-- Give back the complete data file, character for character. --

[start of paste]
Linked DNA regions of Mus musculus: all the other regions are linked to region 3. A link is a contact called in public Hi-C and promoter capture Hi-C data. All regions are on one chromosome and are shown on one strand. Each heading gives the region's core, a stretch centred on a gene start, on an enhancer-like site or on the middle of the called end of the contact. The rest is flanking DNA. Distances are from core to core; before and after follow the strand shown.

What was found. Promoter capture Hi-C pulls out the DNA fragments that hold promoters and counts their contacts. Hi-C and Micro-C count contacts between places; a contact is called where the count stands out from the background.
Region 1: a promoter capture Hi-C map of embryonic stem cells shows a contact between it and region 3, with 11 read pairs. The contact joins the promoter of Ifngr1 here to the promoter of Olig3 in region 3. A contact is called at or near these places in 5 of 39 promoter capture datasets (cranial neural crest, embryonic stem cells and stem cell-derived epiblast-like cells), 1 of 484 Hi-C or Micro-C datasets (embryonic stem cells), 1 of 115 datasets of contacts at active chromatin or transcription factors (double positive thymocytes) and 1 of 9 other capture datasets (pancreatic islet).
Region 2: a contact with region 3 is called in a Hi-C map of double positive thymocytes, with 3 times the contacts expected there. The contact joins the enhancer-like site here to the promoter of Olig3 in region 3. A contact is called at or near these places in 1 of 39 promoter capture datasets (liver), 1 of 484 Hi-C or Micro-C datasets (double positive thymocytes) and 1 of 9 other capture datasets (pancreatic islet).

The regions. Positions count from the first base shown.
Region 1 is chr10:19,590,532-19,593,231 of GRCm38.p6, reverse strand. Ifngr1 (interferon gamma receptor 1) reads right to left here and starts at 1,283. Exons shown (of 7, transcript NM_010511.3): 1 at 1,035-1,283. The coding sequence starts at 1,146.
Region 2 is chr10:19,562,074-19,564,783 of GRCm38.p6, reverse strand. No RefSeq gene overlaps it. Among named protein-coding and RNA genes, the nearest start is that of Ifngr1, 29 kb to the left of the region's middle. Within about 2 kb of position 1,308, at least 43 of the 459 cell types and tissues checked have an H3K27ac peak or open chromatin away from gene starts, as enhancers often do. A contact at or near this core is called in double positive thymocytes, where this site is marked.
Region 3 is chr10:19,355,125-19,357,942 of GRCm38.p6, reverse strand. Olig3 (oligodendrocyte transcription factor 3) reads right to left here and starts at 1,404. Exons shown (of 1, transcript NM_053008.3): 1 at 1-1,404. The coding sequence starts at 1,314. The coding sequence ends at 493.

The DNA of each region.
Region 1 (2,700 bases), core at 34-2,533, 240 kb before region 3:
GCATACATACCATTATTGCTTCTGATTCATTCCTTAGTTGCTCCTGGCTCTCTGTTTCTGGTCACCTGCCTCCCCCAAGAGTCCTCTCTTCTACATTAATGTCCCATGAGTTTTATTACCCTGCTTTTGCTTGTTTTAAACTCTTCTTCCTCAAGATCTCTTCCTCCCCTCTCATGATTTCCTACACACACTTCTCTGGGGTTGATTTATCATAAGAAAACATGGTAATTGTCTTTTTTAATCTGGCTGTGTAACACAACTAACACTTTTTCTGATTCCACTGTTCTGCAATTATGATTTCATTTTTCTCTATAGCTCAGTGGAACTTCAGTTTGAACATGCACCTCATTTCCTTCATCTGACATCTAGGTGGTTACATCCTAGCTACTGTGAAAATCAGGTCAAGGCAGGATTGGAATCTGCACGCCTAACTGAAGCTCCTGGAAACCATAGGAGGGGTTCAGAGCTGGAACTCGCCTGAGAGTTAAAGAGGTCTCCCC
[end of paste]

Linked DNA regions of Mus musculus: all the other regions are linked to region 3. A link is a contact called in public Hi-C and promoter capture Hi-C data. All regions are on one chromosome and are shown on one strand. Each heading gives the region's core, a stretch centred on a gene start, on an enhancer-like site or on the middle of the called end of the contact. The rest is flanking DNA. Distances are from core to core; before and after follow the strand shown.

What was found. Promoter capture Hi-C pulls out the DNA fragments that hold promoters and counts their contacts. Hi-C and Micro-C count contacts between places; a contact is called where the count stands out from the background.
Region 1: a promoter capture Hi-C map of embryonic stem cells shows a contact between it and region 3, with 11 read pairs. The contact joins the promoter of Ifngr1 here to the promoter of Olig3 in region 3. A contact is called at or near these places in 5 of 39 promoter capture datasets (cranial neural crest, embryonic stem cells and stem cell-derived epiblast-like cells), 1 of 484 Hi-C or Micro-C datasets (embryonic stem cells), 1 of 115 datasets of contacts at active chromatin or transcription factors (double positive thymocytes) and 1 of 9 other capture datasets (pancreatic islet).
Region 2: a contact with region 3 is called in a Hi-C map of double positive thymocytes, with 3 times the contacts expected there. The contact joins the enhancer-like site here to the promoter of Olig3 in region 3. A contact is called at or near these places in 1 of 39 promoter capture datasets (liver), 1 of 484 Hi-C or Micro-C datasets (double positive thymocytes) and 1 of 9 other capture datasets (pancreatic islet).

The regions. Positions count from the first base shown.
Region 1 is chr10:19,590,532-19,593,231 of GRCm38.p6, reverse strand. Ifngr1 (interferon gamma receptor 1) reads right to left here and starts at 1,283. Exons shown (of 7, transcript NM_010511.3): 1 at 1,035-1,283. The coding sequence starts at 1,146.
Region 2 is chr10:19,562,074-19,564,783 of GRCm38.p6, reverse strand. No RefSeq gene overlaps it. Among named protein-coding and RNA genes, the nearest start is that of Ifngr1, 29 kb to the left of the region's middle. Within about 2 kb of position 1,308, at least 43 of the 459 cell types and tissues checked have an H3K27ac peak or open chromatin away from gene starts, as enhancers often do. A contact at or near this core is called in double positive thymocytes, where this site is marked.
Region 3 is chr10:19,355,125-19,357,942 of GRCm38.p6, reverse strand. Olig3 (oligodendrocyte transcription factor 3) reads right to left here and starts at 1,404. Exons shown (of 1, transcript NM_053008.3): 1 at 1-1,404. The coding sequence starts at 1,314. The coding sequence ends at 493.

The DNA of each region.
Region 1 (2,700 bases), core at 34-2,533, 240 kb before region 3:
GCATACATACCATTATTGCTTCTGATTCATTCCTTAGTTGCTCCTGGCTCTCTGTTTCTGGTCACCTGCCTCCCCCAAGAGTCCTCTCTTCTACATTAATGTCCCATGAGTTTTATTACCCTGCTTTTGCTTGTTTTAAACTCTTCTTCCTCAAGATCTCTTCCTCCCCTCTCATGATTTCCTACACACACTTCTCTGGGGTTGATTTATCATAAGAAAACATGGTAATTGTCTTTTTTAATCTGGCTGTGTAACACAACTAACACTTTTTCTGATTCCACTGTTCTGCAATTATGATTTCATTTTTCTCTATAGCTCAGTGGAACTTCAGTTTGAACATGCACCTCATTTCCTTCATCTGACATCTAGGTGGTTACATCCTAGCTACTGTGAAAATCAGGTCAAGGCAGGATTGGAATCTGCACGCCTAACTGAAGCTCCTGGAAACCATAGGAGGGGTTCAGAGCTGGAACTCGCCTGAGAGTTAAAGAGGTCTCCCC